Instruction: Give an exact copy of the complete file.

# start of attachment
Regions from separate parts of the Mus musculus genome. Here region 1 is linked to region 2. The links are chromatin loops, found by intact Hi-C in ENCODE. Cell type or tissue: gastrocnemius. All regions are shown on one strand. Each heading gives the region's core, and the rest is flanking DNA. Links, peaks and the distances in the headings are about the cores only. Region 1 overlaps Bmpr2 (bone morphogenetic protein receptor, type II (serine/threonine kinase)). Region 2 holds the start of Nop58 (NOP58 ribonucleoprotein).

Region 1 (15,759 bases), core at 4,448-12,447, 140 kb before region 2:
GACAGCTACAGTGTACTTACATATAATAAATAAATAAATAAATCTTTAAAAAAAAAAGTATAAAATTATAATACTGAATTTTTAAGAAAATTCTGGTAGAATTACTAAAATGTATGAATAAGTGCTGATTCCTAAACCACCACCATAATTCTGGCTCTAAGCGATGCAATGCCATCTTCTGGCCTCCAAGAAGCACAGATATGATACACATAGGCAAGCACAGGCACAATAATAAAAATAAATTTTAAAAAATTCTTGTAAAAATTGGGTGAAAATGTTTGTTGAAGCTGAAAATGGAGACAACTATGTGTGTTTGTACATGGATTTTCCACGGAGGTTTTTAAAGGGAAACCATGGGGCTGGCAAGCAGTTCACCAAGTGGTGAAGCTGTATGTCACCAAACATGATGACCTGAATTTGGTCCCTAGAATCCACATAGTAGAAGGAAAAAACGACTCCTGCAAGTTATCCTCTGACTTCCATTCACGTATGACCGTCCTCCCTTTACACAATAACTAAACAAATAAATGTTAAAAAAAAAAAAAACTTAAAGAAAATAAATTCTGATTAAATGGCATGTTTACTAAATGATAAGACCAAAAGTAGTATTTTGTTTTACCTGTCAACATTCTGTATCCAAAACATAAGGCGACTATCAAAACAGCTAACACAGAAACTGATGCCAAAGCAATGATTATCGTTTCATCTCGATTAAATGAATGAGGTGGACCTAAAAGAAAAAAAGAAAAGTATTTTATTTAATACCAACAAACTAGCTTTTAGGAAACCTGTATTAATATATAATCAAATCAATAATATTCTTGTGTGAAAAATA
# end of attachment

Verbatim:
Regions from separate parts of the Mus musculus genome. Here region 1 is linked to region 2. The links are chromatin loops, found by intact Hi-C in ENCODE. Cell type or tissue: gastrocnemius. All regions are shown on one strand. Each heading gives the region's core, and the rest is flanking DNA. Links, peaks and the distances in the headings are about the cores only. Region 1 overlaps Bmpr2 (bone morphogenetic protein receptor, type II (serine/threonine kinase)). Region 2 holds the start of Nop58 (NOP58 ribonucleoprotein).

Region 1 (15,759 bases), core at 4,448-12,447, 140 kb before region 2:
GACAGCTACAGTGTACTTACATATAATAAATAAATAAATAAATCTTTAAAAAAAAAAGTATAAAATTATAATACTGAATTTTTAAGAAAATTCTGGTAGAATTACTAAAATGTATGAATAAGTGCTGATTCCTAAACCACCACCATAATTCTGGCTCTAAGCGATGCAATGCCATCTTCTGGCCTCCAAGAAGCACAGATATGATACACATAGGCAAGCACAGGCACAATAATAAAAATAAATTTTAAAAAATTCTTGTAAAAATTGGGTGAAAATGTTTGTTGAAGCTGAAAATGGAGACAACTATGTGTGTTTGTACATGGATTTTCCACGGAGGTTTTTAAAGGGAAACCATGGGGCTGGCAAGCAGTTCACCAAGTGGTGAAGCTGTATGTCACCAAACATGATGACCTGAATTTGGTCCCTAGAATCCACATAGTAGAAGGAAAAAACGACTCCTGCAAGTTATCCTCTGACTTCCATTCACGTATGACCGTCCTCCCTTTACACAATAACTAAACAAATAAATGTTAAAAAAAAAAAAAACTTAAAGAAAATAAATTCTGATTAAATGGCATGTTTACTAAATGATAAGACCAAAAGTAGTATTTTGTTTTACCTGTCAACATTCTGTATCCAAAACATAAGGCGACTATCAAAACAGCTAACACAGAAACTGATGCCAAAGCAATGATTATCGTTTCATCTCGATTAAATGAATGAGGTGGACCTAAAAGAAAAAAAGAAAAGTATTTTATTTAATACCAACAAACTAGCTTTTAGGAAACCTGTATTAATATATAATCAAATCAATAATATTCTTGTGTGAAAAATA